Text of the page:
The authors (two physicians and a professor) argue that Emergency Use Authorization for mass child vaccination presents a different balance of risks and benefits than it did for adults.
The rapid development of highly effective COVID-19 vaccines is a triumph of science and, with equitable implementation strategies, represents humanity’s path out of the COVID-19 pandemic. To expedite deployment in the U.S., three COVID-19 vaccines were provided Emergency Use Authorization (EUA) while concurrently undertaking the traditional review process.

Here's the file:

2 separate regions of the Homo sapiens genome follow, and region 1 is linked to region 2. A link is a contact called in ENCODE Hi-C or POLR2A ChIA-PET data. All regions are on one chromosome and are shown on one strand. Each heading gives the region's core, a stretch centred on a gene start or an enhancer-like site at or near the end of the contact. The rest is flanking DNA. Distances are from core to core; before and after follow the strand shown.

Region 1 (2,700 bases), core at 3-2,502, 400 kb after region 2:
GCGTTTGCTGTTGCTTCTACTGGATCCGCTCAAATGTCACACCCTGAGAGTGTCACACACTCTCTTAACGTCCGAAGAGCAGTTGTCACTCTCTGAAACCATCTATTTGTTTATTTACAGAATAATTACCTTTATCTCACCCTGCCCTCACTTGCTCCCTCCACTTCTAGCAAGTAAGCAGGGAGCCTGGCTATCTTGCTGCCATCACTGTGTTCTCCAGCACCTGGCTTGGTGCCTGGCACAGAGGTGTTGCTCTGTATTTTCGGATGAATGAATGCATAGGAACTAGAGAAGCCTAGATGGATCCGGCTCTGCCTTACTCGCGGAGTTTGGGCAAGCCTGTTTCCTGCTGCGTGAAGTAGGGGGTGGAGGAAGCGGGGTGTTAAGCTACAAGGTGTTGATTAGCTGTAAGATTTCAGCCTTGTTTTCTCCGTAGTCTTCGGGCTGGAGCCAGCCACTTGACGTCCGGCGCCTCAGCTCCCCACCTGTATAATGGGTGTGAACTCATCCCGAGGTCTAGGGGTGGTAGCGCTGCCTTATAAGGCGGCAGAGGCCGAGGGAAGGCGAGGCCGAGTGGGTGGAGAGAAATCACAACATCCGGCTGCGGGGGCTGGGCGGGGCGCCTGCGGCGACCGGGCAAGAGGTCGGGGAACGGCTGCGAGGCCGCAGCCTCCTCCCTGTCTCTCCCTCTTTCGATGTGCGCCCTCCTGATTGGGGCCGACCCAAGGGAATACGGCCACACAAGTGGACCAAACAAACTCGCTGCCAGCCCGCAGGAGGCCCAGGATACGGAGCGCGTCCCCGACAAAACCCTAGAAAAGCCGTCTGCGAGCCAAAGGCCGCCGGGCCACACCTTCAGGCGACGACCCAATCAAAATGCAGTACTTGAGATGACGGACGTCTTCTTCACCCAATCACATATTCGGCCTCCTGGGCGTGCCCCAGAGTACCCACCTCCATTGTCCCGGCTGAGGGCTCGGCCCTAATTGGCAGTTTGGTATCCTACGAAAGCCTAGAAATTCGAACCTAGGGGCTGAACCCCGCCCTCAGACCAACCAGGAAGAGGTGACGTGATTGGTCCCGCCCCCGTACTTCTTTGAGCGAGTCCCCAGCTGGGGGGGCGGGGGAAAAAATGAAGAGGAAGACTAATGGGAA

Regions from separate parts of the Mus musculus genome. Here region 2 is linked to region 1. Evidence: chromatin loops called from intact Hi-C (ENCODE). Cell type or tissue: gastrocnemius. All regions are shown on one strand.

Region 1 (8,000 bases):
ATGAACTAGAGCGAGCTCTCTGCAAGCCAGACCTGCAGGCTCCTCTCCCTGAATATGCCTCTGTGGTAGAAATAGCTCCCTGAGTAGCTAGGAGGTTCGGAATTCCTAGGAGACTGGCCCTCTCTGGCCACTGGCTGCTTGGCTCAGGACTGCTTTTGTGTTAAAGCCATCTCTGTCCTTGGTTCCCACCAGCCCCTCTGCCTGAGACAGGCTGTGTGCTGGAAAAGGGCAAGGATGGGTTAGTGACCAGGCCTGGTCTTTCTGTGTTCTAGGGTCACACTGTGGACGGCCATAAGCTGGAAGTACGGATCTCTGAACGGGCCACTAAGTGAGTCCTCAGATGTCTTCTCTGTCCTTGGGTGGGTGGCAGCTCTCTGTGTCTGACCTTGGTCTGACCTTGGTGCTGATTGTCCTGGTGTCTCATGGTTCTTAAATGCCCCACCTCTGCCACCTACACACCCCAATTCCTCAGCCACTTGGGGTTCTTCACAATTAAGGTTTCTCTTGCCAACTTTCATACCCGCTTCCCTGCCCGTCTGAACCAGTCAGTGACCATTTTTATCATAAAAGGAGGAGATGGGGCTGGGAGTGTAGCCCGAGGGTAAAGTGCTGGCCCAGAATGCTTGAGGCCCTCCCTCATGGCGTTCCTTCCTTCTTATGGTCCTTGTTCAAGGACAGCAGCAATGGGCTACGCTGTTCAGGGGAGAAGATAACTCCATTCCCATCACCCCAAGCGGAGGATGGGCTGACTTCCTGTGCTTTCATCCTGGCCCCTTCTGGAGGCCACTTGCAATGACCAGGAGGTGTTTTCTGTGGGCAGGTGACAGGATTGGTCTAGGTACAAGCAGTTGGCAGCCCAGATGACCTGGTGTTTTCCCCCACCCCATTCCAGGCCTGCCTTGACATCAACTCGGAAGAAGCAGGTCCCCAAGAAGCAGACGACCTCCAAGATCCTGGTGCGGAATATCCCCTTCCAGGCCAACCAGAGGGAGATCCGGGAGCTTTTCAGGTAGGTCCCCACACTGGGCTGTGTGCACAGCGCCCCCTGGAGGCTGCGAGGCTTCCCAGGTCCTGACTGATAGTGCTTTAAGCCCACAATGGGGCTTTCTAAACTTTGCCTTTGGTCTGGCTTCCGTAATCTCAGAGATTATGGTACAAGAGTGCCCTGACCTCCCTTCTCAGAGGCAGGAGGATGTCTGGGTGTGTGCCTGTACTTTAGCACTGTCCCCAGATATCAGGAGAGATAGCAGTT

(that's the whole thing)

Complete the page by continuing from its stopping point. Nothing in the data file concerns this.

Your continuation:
Pfizer has requested the FDA amend the existing EUA for its vaccine to allow eligibility for children aged 12 to 15, and further clinical trials of COVID-19 vaccines, including for younger children, are underway. Unlike for adults, however, the likelihood of severe outcomes or death associated with COVID-19 infection is very low for children, undermining the appropriateness of an EUA for child COVID-19 vaccines.
Read More: Why FDA Should Not Authorize COVID Vaccines for Kids, Teens